We can also largely blame the pharmaceutical industry for the impending superbug crisis as demonstrated by their long history in contributing to antibiotics resistance. As soon as penicillin was discovered in 1928 by Alexander Fleming and subsequently used to treat wounded soldiers during WWII, early pharmaceutical companies began manufacturing penicillin en masse. Penicillin really was a miracle drug, until it quickly led to antibiotic resistant bacteria. The same companies who initially manufactured penicillin no longer see the economic viability in creating new antibiotics — as they are no longer profitable in contrast to sales — or in research to combat the growing superbug crisis. Today, there is evidence that pharmaceutical companies are even responsible for dumping antibiotics into wastewater during the manufacturing process. Finding new methods of combating these superbugs and holding pharmaceutical companies responsible for the damages is urgent as antibiotic resistance killed an estimated 1.27 million in 2019 alone, and is slated to kill 10 million more by 2050.
Then there is the issue of the exuberant costs of medications when the manufacturing process does not reflect those costs. More than 66 percent of American adults rely on prescription medications. Unfortunately, prescription medications often cost more in the U.S. than they do in other high income countries. Why is this? Well, the U.S. does not negotiate or regulate the cost of prescriptions when they enter the market. Instead, the pharmaceutical industry gets to decide the cost and has the ability to obtain patents on life-saving drugs — putting them further out of reach for the everyday consumer. While this is great for innovation and capitalism, it is not so great for the average American. The free market of medications also means that any drug deemed safe by the FDA gets to compete with other similar drugs even if they are worse than their competitors. In order to combat this absurdity and drive prescription costs down, the U.S. needs to start regulating all medications and stop relying on outside investors to fund innovation for new drugs.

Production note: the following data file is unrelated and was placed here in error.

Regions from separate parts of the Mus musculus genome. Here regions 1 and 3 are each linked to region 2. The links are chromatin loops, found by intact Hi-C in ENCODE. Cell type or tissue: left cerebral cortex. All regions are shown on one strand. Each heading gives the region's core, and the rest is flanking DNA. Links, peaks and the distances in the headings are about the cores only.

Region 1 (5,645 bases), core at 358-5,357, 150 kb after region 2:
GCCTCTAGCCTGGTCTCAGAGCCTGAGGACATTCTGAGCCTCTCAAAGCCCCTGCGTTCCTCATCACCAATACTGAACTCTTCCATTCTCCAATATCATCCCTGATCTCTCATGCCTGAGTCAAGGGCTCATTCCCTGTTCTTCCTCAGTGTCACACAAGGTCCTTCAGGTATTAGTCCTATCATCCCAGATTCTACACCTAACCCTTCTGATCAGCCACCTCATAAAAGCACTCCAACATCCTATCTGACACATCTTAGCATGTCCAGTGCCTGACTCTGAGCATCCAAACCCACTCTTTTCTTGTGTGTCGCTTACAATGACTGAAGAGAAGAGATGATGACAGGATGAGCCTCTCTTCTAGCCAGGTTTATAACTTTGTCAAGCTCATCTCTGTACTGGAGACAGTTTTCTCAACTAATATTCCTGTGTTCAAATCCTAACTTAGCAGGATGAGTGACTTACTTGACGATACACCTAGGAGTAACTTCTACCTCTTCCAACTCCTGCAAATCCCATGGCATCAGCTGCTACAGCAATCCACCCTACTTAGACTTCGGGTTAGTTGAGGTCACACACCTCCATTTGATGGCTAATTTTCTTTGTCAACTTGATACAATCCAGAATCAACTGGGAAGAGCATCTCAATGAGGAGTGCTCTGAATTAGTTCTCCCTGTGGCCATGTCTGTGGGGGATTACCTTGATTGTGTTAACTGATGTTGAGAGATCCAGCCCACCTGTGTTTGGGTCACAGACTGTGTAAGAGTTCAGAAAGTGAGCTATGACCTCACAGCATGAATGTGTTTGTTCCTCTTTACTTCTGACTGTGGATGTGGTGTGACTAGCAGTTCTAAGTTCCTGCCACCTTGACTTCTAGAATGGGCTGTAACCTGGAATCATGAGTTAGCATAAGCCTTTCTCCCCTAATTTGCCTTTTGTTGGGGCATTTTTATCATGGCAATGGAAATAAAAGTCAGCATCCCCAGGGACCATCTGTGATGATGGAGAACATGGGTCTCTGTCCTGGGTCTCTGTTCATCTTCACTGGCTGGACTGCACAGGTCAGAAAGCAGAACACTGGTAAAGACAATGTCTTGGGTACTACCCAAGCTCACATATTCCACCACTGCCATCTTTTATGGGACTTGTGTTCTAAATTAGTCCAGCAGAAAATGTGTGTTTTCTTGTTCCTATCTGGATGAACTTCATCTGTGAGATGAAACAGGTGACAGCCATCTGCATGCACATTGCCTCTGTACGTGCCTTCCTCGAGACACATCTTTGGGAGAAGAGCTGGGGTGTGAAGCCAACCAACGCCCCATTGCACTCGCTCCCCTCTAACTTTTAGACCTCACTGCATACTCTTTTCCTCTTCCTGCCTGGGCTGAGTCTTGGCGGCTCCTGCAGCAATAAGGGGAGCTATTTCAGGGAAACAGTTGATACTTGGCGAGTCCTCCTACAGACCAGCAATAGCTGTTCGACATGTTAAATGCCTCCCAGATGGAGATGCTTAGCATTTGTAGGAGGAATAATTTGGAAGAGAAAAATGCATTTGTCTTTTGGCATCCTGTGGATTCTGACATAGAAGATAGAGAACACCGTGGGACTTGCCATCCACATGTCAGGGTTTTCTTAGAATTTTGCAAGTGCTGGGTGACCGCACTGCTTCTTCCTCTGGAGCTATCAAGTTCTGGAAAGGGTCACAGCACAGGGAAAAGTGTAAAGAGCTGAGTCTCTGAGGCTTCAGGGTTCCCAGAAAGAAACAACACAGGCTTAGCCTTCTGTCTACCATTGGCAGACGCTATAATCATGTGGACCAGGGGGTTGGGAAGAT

Big pharma is — and always was — a corrupt industry chasing profits and exploiting human disease. All three of these case studies could be better handled if we listened to scientists, researchers and medical experts. Unfortunately, adding the allure of profit into the mix can easily corrupt anyone into discounting human life for the sake of greed. However, there are solutions. For one, the U.S. government needs to start respecting science and make scientific innovations more accessible. Additionally, it must allocate internal resources towards scientific research in order to explore alternatives to expensive drugs. This includes funding phage therapy as a potential solution to the superbug crisis. It needs to crack down on pharmaceutical monopolies, impose strict regulations on the drug market and introduce price caps on life-saving medications. As a society, we need to stop stigmatizing addiction and chronic disease, and start stigmatizing greed.
Yssis Cano-Santiago is an Opinion Columnist who writes on Health, Technology and the Environment for The Cavalier Daily. She can be reached at firstname.lastname@example.org.
The opinions expressed in this column are not necessarily those of The Cavalier Daily. Columns represent the views of the authors alone.